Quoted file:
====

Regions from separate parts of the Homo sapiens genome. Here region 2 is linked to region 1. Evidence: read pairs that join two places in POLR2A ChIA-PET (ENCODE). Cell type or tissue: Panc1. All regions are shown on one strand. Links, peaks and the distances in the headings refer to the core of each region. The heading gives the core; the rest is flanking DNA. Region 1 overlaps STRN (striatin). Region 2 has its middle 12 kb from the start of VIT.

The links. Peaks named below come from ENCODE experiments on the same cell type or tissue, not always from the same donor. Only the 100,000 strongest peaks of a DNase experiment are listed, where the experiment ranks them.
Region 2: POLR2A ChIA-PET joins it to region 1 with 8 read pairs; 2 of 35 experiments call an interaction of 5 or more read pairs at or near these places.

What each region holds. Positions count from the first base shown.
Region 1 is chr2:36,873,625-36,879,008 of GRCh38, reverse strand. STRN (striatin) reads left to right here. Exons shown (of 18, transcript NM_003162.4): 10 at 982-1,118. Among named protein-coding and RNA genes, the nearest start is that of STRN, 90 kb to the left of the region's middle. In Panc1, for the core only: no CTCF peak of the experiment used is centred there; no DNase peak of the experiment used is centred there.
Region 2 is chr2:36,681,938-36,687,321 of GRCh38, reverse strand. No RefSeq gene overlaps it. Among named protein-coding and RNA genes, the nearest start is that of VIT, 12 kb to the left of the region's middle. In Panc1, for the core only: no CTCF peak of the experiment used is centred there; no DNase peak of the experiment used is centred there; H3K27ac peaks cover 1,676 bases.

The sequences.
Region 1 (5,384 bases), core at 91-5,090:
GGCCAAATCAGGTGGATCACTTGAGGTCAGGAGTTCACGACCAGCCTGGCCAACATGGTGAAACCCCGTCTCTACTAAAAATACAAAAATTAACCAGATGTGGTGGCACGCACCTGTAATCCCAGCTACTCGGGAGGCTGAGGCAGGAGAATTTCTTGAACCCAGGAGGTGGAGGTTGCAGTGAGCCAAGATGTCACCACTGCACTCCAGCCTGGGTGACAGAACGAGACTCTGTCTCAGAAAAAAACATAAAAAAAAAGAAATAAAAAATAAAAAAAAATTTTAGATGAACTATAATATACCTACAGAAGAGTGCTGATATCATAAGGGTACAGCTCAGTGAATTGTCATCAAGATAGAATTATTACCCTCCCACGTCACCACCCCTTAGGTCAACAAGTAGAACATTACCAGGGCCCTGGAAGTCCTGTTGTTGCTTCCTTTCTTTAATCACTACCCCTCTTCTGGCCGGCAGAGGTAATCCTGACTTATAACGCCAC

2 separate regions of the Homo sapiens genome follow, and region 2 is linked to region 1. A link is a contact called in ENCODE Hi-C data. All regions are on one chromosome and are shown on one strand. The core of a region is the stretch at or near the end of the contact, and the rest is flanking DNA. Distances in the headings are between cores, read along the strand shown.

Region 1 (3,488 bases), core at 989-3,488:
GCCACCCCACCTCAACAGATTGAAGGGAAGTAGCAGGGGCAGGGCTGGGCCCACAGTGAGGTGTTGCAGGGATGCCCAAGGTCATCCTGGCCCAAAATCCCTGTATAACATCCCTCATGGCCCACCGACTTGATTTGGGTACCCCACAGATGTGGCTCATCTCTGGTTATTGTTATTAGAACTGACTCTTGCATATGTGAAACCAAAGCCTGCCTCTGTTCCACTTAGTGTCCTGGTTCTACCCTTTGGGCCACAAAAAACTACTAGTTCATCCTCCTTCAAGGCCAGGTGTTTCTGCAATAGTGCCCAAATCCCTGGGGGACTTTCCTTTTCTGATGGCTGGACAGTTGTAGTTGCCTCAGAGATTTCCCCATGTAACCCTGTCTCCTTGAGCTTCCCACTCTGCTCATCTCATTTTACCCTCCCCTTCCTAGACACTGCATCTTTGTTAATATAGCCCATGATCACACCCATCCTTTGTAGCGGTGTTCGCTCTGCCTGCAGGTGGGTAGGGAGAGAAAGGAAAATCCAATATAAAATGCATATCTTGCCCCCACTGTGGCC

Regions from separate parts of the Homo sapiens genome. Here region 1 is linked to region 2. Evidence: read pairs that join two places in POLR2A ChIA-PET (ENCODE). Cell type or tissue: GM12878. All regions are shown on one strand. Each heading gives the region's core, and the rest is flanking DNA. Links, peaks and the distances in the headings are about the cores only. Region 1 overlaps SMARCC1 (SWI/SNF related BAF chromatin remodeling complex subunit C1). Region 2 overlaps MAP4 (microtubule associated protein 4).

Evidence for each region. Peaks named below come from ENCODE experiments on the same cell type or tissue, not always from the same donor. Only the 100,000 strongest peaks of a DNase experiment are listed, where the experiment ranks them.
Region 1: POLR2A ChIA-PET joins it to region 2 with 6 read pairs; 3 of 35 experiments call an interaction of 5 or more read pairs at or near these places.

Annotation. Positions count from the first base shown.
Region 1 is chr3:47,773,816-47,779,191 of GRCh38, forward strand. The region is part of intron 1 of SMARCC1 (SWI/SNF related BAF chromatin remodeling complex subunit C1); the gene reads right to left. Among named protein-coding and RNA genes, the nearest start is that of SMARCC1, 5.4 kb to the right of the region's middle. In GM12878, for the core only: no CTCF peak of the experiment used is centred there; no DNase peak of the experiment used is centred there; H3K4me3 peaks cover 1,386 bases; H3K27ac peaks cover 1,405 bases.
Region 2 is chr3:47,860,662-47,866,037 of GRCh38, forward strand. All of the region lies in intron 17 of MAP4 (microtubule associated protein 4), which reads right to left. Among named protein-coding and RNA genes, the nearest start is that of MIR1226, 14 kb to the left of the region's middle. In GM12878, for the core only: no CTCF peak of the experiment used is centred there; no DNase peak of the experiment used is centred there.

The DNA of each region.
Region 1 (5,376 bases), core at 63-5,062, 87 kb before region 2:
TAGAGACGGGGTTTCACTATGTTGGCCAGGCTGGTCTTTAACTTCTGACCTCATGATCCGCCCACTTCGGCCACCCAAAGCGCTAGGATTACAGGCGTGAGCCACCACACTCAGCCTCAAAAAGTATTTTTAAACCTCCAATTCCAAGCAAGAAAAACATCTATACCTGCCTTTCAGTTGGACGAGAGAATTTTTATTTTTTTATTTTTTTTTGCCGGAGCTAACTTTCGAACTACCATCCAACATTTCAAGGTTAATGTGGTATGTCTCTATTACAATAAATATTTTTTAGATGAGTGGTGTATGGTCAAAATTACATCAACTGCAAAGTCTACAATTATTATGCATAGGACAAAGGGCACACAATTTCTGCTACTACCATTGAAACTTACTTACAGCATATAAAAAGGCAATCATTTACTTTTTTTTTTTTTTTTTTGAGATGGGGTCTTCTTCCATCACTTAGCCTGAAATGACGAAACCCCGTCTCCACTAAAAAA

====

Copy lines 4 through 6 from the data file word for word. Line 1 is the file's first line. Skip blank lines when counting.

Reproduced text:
What each region holds. Positions count from the first base shown.
Region 1 is chr2:36,873,625-36,879,008 of GRCh38, reverse strand. STRN (striatin) reads left to right here. Exons shown (of 18, transcript NM_003162.4): 10 at 982-1,118. Among named protein-coding and RNA genes, the nearest start is that of STRN, 90 kb to the left of the region's middle. In Panc1, for the core only: no CTCF peak of the experiment used is centred there; no DNase peak of the experiment used is centred there.
Region 2 is chr2:36,681,938-36,687,321 of GRCh38, reverse strand. No RefSeq gene overlaps it. Among named protein-coding and RNA genes, the nearest start is that of VIT, 12 kb to the left of the region's middle. In Panc1, for the core only: no CTCF peak of the experiment used is centred there; no DNase peak of the experiment used is centred there; H3K27ac peaks cover 1,676 bases.